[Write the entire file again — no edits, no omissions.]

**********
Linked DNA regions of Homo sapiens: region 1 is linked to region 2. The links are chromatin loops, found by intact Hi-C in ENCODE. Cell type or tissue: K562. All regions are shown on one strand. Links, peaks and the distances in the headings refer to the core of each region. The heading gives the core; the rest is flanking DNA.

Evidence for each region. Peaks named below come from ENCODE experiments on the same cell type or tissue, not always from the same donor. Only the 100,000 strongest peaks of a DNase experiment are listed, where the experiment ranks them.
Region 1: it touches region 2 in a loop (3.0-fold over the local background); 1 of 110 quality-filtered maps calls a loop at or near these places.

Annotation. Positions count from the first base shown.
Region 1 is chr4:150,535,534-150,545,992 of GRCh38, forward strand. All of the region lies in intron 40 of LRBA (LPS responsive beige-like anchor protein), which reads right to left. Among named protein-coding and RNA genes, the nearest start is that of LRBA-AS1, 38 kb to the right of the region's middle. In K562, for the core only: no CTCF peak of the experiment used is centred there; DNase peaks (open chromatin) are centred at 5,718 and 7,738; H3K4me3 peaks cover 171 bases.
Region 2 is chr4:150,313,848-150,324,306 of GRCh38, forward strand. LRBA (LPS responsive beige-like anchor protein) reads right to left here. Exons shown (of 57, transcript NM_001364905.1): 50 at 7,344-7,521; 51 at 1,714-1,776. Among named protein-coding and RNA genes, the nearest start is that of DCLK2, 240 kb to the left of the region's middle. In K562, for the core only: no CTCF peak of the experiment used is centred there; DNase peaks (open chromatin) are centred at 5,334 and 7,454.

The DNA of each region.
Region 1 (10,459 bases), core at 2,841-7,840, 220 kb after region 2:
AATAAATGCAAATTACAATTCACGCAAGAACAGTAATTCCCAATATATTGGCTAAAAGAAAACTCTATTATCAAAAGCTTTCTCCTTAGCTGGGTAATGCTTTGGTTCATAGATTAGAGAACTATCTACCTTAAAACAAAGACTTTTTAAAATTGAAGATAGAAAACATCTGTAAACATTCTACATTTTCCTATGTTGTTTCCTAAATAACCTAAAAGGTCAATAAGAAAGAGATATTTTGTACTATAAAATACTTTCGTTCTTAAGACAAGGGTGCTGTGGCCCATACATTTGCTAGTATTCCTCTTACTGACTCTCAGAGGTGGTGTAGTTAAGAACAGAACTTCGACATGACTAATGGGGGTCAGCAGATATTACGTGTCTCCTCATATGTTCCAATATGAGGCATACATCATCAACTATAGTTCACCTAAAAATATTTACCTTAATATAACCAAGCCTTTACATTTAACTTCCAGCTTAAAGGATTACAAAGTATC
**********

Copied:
Linked DNA regions of Homo sapiens: region 1 is linked to region 2. The links are chromatin loops, found by intact Hi-C in ENCODE. Cell type or tissue: K562. All regions are shown on one strand. Links, peaks and the distances in the headings refer to the core of each region. The heading gives the core; the rest is flanking DNA.

Evidence for each region. Peaks named below come from ENCODE experiments on the same cell type or tissue, not always from the same donor. Only the 100,000 strongest peaks of a DNase experiment are listed, where the experiment ranks them.
Region 1: it touches region 2 in a loop (3.0-fold over the local background); 1 of 110 quality-filtered maps calls a loop at or near these places.

Annotation. Positions count from the first base shown.
Region 1 is chr4:150,535,534-150,545,992 of GRCh38, forward strand. All of the region lies in intron 40 of LRBA (LPS responsive beige-like anchor protein), which reads right to left. Among named protein-coding and RNA genes, the nearest start is that of LRBA-AS1, 38 kb to the right of the region's middle. In K562, for the core only: no CTCF peak of the experiment used is centred there; DNase peaks (open chromatin) are centred at 5,718 and 7,738; H3K4me3 peaks cover 171 bases.
Region 2 is chr4:150,313,848-150,324,306 of GRCh38, forward strand. LRBA (LPS responsive beige-like anchor protein) reads right to left here. Exons shown (of 57, transcript NM_001364905.1): 50 at 7,344-7,521; 51 at 1,714-1,776. Among named protein-coding and RNA genes, the nearest start is that of DCLK2, 240 kb to the left of the region's middle. In K562, for the core only: no CTCF peak of the experiment used is centred there; DNase peaks (open chromatin) are centred at 5,334 and 7,454.

The DNA of each region.
Region 1 (10,459 bases), core at 2,841-7,840, 220 kb after region 2:
AATAAATGCAAATTACAATTCACGCAAGAACAGTAATTCCCAATATATTGGCTAAAAGAAAACTCTATTATCAAAAGCTTTCTCCTTAGCTGGGTAATGCTTTGGTTCATAGATTAGAGAACTATCTACCTTAAAACAAAGACTTTTTAAAATTGAAGATAGAAAACATCTGTAAACATTCTACATTTTCCTATGTTGTTTCCTAAATAACCTAAAAGGTCAATAAGAAAGAGATATTTTGTACTATAAAATACTTTCGTTCTTAAGACAAGGGTGCTGTGGCCCATACATTTGCTAGTATTCCTCTTACTGACTCTCAGAGGTGGTGTAGTTAAGAACAGAACTTCGACATGACTAATGGGGGTCAGCAGATATTACGTGTCTCCTCATATGTTCCAATATGAGGCATACATCATCAACTATAGTTCACCTAAAAATATTTACCTTAATATAACCAAGCCTTTACATTTAACTTCCAGCTTAAAGGATTACAAAGTATC